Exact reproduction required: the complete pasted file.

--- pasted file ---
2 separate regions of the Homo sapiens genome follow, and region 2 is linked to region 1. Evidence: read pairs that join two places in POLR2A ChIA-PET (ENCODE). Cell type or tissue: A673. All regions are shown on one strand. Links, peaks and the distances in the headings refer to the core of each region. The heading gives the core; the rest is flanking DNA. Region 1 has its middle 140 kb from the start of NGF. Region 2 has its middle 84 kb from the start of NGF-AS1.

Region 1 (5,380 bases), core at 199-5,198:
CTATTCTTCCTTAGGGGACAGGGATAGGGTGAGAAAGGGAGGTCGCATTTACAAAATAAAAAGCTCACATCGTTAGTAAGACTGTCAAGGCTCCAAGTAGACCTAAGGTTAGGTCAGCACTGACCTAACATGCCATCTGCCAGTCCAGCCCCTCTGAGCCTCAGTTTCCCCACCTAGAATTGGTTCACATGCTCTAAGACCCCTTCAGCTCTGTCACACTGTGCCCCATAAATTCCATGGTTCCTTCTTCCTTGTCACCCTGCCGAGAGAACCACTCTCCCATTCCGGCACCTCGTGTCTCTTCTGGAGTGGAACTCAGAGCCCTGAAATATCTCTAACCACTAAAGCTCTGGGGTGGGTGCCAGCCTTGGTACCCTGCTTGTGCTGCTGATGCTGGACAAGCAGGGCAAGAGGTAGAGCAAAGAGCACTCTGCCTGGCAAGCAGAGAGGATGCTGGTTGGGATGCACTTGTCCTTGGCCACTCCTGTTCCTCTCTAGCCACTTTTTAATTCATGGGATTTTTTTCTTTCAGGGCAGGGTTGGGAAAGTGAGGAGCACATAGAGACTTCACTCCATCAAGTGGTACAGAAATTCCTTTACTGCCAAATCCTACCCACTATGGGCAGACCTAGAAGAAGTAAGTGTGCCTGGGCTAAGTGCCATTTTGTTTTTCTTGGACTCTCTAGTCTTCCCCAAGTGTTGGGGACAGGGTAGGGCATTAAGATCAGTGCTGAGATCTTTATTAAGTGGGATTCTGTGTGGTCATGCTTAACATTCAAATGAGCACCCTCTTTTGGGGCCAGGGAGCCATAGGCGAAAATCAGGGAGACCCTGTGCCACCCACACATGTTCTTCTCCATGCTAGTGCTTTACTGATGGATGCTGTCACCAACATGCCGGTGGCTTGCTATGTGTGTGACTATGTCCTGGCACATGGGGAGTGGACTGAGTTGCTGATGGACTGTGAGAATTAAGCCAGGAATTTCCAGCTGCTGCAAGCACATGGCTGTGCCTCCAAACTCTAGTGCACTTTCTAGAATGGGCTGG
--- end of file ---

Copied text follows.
2 separate regions of the Homo sapiens genome follow, and region 2 is linked to region 1. Evidence: read pairs that join two places in POLR2A ChIA-PET (ENCODE). Cell type or tissue: A673. All regions are shown on one strand. Links, peaks and the distances in the headings refer to the core of each region. The heading gives the core; the rest is flanking DNA. Region 1 has its middle 140 kb from the start of NGF. Region 2 has its middle 84 kb from the start of NGF-AS1.

Region 1 (5,380 bases), core at 199-5,198:
CTATTCTTCCTTAGGGGACAGGGATAGGGTGAGAAAGGGAGGTCGCATTTACAAAATAAAAAGCTCACATCGTTAGTAAGACTGTCAAGGCTCCAAGTAGACCTAAGGTTAGGTCAGCACTGACCTAACATGCCATCTGCCAGTCCAGCCCCTCTGAGCCTCAGTTTCCCCACCTAGAATTGGTTCACATGCTCTAAGACCCCTTCAGCTCTGTCACACTGTGCCCCATAAATTCCATGGTTCCTTCTTCCTTGTCACCCTGCCGAGAGAACCACTCTCCCATTCCGGCACCTCGTGTCTCTTCTGGAGTGGAACTCAGAGCCCTGAAATATCTCTAACCACTAAAGCTCTGGGGTGGGTGCCAGCCTTGGTACCCTGCTTGTGCTGCTGATGCTGGACAAGCAGGGCAAGAGGTAGAGCAAAGAGCACTCTGCCTGGCAAGCAGAGAGGATGCTGGTTGGGATGCACTTGTCCTTGGCCACTCCTGTTCCTCTCTAGCCACTTTTTAATTCATGGGATTTTTTTCTTTCAGGGCAGGGTTGGGAAAGTGAGGAGCACATAGAGACTTCACTCCATCAAGTGGTACAGAAATTCCTTTACTGCCAAATCCTACCCACTATGGGCAGACCTAGAAGAAGTAAGTGTGCCTGGGCTAAGTGCCATTTTGTTTTTCTTGGACTCTCTAGTCTTCCCCAAGTGTTGGGGACAGGGTAGGGCATTAAGATCAGTGCTGAGATCTTTATTAAGTGGGATTCTGTGTGGTCATGCTTAACATTCAAATGAGCACCCTCTTTTGGGGCCAGGGAGCCATAGGCGAAAATCAGGGAGACCCTGTGCCACCCACACATGTTCTTCTCCATGCTAGTGCTTTACTGATGGATGCTGTCACCAACATGCCGGTGGCTTGCTATGTGTGTGACTATGTCCTGGCACATGGGGAGTGGACTGAGTTGCTGATGGACTGTGAGAATTAAGCCAGGAATTTCCAGCTGCTGCAAGCACATGGCTGTGCCTCCAAACTCTAGTGCACTTTCTAGAATGGGCTGG